Exploring Māori Legal Traditions

Maori LawThis site is intended to support discussion of Māori law and Indigenous legal traditions and in particular provides a hub for resources connected to the ‘Exploring Māori Legal Traditions’ project.

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One thought on “Exploring Māori Legal Traditions

    Roger Conlin said:
    April 28, 2017 at 10:15 pm

    Hi, I’m on my first trip to NZ and so it’s my first encounter with the Treaty of Waitangi, Maori law and overall Kiwi history. To me, it’s a compelling story with lots of international resonance.

    For example, the UK is home to 4 nations with strong and, arguably, incompatible national identities which show no sign of merging – English, Welsh, Scottish and Northern Irish. There are 4 separate bodies of law – i.e. England/Wales, Scottish, Northern Ireland and European Union. There are five parliaments – London, Edinburgh, Cardiff, Stormont and Brussels.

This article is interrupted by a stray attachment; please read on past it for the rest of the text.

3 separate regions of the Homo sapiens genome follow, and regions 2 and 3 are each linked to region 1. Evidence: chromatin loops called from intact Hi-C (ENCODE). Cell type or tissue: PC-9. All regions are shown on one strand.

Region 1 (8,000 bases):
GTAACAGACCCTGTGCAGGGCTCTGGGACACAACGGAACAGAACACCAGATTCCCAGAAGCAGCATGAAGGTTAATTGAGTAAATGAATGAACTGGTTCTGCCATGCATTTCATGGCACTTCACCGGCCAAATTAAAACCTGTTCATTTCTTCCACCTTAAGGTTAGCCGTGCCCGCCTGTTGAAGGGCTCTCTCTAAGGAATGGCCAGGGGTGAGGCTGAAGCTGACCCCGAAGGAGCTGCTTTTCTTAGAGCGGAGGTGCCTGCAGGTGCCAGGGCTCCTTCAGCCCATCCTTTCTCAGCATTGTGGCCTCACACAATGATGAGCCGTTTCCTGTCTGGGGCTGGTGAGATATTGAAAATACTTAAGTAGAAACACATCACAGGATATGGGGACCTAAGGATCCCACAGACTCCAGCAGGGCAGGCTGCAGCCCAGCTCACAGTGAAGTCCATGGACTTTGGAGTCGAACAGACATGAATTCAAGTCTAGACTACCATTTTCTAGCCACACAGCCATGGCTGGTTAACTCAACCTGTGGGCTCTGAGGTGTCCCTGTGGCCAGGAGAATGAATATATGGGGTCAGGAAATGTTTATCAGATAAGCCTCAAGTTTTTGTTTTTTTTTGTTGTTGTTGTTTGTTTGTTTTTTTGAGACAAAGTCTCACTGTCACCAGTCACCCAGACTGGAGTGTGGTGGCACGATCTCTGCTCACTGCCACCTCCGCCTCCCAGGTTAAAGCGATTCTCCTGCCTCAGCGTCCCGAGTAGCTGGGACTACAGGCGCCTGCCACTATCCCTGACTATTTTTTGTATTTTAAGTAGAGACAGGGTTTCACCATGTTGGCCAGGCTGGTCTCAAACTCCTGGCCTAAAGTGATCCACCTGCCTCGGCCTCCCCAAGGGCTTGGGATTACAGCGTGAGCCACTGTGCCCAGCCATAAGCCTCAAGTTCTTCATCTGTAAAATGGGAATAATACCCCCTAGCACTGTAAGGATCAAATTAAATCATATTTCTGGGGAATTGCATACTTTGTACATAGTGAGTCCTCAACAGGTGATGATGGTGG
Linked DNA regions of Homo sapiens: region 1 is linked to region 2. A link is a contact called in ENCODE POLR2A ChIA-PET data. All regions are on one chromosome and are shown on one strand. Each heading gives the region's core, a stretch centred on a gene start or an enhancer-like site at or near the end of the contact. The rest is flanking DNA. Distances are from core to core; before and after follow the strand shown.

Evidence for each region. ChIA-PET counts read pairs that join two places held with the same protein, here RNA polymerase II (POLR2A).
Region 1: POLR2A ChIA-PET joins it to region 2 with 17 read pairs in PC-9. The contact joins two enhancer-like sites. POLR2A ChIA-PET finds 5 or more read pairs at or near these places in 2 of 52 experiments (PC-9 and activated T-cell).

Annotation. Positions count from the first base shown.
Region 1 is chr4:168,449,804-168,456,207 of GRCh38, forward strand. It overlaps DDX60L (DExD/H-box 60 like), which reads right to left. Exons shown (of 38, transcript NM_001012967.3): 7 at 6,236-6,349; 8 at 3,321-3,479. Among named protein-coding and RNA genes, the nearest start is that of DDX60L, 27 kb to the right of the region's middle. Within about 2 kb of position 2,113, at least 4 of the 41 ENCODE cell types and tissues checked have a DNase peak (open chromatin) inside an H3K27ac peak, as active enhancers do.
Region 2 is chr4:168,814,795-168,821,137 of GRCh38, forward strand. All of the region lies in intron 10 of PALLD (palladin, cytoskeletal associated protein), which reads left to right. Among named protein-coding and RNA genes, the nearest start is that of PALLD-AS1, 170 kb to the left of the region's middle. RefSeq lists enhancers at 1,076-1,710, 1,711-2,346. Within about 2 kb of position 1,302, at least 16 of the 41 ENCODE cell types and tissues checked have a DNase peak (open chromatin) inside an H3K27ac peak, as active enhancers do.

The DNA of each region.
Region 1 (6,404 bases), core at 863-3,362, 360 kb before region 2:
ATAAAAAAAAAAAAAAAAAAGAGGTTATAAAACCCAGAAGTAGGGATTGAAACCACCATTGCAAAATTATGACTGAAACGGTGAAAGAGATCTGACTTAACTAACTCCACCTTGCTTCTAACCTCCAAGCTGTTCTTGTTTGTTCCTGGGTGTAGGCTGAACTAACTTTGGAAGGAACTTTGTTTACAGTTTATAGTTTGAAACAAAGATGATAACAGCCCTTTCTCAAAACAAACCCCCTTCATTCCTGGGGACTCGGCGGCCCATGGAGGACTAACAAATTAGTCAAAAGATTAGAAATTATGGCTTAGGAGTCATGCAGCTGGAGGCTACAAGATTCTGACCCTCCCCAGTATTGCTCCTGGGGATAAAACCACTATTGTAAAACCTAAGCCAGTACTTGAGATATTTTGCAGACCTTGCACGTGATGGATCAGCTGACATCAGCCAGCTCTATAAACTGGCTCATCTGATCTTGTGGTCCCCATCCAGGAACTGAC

The UK is a kaleidoscope. More specifically, it seems like a potentially interesting case study in relation to Maori/Pakeha law.

    Take a look at the Scottish, for example. They constitute about 8% of the total UK population (less than Maori in NZ). They have the same head of state as the Maori people – i.e. Queen Elizabeth II. And yet there is a Scottish parliament with major tax-raising/spending powers; they have their own legal system and courts and they maintain a sustained push to leave the UK. In other words, an independent Scottish national identity endures.

    Obviously, the existence of internal national borders within the UK is different from NZ. But that’s not necessarily a good reason to reject the notion that that one company/trust/town/whatnot could be covered by Pakeha law and another company/trust/town/whatnot could be covered by Maori law.

    In a nutshell, what the Maori people seek to assert in NZ is modest compared to what the Scottish people already have in the UK.

    Like

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